# With such limited resources of his time, how did Avogadro come up with his number (the number of molecules in a mole of gas)?

Asked by: Chris Redgate### Answer

The short answer is:**he didn't!**

Avogadro stated the theory that equal volumes of gases at the same temperature and pressure contained equal numbers of molecules, being the first to tease out the discrepancy between molecules and atoms. Unfortunately no one listened to him (probably because he was going against the ideas of one of the most revered proto-chemists of his day, Dalton) Avogadro died before anyone looked at his paper and saw the wisdom in his ideas.

In any case, someone had to come up with the number of particles in these volumes of gas Avogadro was talking about. Loschmidt, Maxwell, and Kelvin made early estimates of how many molecules could be found in a given volume of gas at standard temp and pressure based on estimates of molecular diameters, the mean free path of a molecule according to the kinetic theory of gases, and some fancy calculation.

Plank, Einstein, Millikan and Perrin all tried to use the new mathematical tools presented by quantum theory to refine estimates of how many molecules are in a given volume of gas early in the 20th century. In the meantime, the actual number searched for shifted to the number of oxygen atoms in 16 grams of O, since it was known that Oxygen was 16 times heavier than hydrogen (just lucky that they were both diatomic!) Once atomic structure came to be known, the value sought was understood to be the number of times 1 atomic mass unit can be divided into one gram. (this is often stated as the number of protons in one gram, but 1 AMU is actually closer the mass of 1 proton plus one half of an electron, or 1/12 the mass of an atom of C-12)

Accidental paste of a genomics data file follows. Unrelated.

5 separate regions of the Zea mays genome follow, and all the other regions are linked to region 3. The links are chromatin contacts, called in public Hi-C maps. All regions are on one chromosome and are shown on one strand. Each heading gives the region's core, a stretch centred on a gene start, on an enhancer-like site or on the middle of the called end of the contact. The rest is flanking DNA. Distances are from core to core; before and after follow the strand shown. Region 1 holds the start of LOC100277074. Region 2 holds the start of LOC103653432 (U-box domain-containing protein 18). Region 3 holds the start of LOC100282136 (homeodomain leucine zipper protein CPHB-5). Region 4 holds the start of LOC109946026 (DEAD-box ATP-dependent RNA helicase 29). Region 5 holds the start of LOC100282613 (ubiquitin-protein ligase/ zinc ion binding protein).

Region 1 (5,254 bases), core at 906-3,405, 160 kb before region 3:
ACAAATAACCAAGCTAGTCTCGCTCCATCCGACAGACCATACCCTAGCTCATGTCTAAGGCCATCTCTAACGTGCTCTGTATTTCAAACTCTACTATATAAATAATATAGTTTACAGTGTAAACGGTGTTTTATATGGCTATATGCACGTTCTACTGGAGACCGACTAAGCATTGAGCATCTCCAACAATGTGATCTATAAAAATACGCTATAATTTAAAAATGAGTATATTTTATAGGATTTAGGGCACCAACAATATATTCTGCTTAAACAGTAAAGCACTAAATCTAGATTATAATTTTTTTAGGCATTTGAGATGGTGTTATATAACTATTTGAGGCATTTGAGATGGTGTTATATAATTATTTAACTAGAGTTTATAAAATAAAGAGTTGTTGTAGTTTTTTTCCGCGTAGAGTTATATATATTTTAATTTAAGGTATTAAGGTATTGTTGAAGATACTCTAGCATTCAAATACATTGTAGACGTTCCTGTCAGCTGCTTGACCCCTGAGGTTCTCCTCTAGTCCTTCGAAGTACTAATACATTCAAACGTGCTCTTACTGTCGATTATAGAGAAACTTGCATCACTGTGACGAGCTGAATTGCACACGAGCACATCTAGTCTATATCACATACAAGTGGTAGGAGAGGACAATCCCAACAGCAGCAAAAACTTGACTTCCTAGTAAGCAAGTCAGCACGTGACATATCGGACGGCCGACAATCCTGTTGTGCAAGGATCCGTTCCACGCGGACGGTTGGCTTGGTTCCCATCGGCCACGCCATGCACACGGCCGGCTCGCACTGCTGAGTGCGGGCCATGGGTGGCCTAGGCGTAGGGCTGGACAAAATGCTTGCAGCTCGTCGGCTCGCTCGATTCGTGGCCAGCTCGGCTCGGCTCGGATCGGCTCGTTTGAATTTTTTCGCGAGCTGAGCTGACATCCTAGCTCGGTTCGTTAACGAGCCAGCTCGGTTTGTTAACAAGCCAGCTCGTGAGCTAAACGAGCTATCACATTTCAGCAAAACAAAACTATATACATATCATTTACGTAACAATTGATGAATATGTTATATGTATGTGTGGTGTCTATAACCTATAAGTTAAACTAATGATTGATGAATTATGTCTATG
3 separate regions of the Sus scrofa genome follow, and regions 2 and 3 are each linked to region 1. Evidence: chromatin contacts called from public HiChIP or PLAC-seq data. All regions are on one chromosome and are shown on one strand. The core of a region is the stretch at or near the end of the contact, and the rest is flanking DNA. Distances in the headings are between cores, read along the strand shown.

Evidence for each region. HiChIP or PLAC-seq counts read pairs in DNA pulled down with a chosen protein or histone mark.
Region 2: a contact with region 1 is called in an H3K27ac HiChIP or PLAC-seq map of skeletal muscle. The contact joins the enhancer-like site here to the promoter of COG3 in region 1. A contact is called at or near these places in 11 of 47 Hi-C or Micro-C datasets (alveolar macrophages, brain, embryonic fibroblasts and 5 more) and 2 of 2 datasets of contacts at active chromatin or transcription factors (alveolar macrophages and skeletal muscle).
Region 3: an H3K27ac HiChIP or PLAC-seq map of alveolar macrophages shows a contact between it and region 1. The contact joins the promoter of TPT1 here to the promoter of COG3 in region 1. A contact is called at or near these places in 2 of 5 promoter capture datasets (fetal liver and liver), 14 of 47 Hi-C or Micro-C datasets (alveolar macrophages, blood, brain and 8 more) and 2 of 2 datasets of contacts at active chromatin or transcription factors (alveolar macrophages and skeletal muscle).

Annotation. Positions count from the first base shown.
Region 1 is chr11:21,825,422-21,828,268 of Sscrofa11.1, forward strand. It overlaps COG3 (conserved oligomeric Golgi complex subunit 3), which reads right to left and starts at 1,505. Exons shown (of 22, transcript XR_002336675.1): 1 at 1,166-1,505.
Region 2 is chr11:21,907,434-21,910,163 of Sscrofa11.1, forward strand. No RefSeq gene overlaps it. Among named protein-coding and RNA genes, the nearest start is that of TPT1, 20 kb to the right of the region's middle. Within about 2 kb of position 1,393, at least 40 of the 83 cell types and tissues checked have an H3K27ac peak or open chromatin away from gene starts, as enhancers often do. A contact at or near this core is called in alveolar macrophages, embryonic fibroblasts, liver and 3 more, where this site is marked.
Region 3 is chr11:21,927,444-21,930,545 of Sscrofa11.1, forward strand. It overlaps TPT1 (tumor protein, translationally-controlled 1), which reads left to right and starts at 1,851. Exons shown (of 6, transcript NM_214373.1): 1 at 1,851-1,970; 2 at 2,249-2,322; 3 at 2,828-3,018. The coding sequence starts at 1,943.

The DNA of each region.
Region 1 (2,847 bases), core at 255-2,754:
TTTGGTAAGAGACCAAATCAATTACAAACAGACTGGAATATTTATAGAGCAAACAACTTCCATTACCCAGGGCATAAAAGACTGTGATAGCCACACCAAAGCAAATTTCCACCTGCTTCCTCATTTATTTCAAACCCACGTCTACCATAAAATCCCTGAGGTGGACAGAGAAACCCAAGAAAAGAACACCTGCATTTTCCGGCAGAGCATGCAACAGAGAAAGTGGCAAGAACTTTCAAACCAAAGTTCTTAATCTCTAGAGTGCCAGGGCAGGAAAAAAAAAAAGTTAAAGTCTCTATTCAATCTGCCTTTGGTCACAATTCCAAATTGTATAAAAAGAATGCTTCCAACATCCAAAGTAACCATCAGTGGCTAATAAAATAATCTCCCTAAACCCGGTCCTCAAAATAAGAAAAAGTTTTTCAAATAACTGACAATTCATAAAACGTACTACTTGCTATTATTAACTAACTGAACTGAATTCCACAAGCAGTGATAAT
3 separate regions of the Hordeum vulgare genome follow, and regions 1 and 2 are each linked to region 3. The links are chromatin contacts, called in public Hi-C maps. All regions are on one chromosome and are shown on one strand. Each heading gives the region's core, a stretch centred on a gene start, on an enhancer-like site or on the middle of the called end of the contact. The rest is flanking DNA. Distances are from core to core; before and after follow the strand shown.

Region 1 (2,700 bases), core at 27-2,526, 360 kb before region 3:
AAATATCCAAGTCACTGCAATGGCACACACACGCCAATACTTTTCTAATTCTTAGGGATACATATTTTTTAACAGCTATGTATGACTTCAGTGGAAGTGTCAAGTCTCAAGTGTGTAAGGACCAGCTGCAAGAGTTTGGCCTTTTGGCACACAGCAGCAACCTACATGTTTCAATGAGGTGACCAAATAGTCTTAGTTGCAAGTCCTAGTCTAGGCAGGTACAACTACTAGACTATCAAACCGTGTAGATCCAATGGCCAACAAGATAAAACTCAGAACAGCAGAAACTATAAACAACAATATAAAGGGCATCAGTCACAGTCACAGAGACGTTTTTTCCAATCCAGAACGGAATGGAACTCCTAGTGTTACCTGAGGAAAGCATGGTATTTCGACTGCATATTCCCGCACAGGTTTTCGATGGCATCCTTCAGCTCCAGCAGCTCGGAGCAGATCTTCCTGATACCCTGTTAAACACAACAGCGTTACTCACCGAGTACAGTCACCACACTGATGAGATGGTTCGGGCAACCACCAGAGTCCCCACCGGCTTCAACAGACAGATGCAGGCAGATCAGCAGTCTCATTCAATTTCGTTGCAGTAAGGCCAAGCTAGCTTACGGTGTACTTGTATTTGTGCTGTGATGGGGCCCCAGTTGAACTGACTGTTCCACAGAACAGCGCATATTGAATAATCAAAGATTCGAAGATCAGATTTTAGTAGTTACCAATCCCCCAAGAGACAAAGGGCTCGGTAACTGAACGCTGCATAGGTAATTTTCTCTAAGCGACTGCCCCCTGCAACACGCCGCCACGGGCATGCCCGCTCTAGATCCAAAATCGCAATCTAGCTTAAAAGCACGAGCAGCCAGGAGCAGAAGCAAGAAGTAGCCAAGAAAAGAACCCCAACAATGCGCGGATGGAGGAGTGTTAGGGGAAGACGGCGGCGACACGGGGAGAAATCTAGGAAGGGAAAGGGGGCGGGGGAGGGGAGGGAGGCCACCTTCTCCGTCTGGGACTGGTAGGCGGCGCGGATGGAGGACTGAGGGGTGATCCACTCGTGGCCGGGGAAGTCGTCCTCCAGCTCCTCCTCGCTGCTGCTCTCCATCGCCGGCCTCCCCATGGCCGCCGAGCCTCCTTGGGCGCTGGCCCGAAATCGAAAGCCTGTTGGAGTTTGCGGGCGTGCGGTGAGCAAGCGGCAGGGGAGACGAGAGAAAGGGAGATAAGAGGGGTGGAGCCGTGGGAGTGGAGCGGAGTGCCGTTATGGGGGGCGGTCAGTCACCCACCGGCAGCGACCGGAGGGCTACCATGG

This number was called 'Avogadro's Number' by Perrin, who wished to honor the man who never received recognition during his life for his substantial contributions to early chemistry.

You can read more about Avogadro and Avogadro's Number at:

Notes on Avogadro's Number

Avogadro's Number

History of Avogadro's Number

Answered by: Rob Landolfi, Science Teacher, Washington, DC

'The mathematician's patterns, like the painter's or the poets, must be beautiful; the ideas, like the colours or the words, must fit together in a harmonious way. Beauty is the first test: there is no permanent place in the world for ugly mathematics.'

(

**Godfrey Hardy**(

*1877-1947*)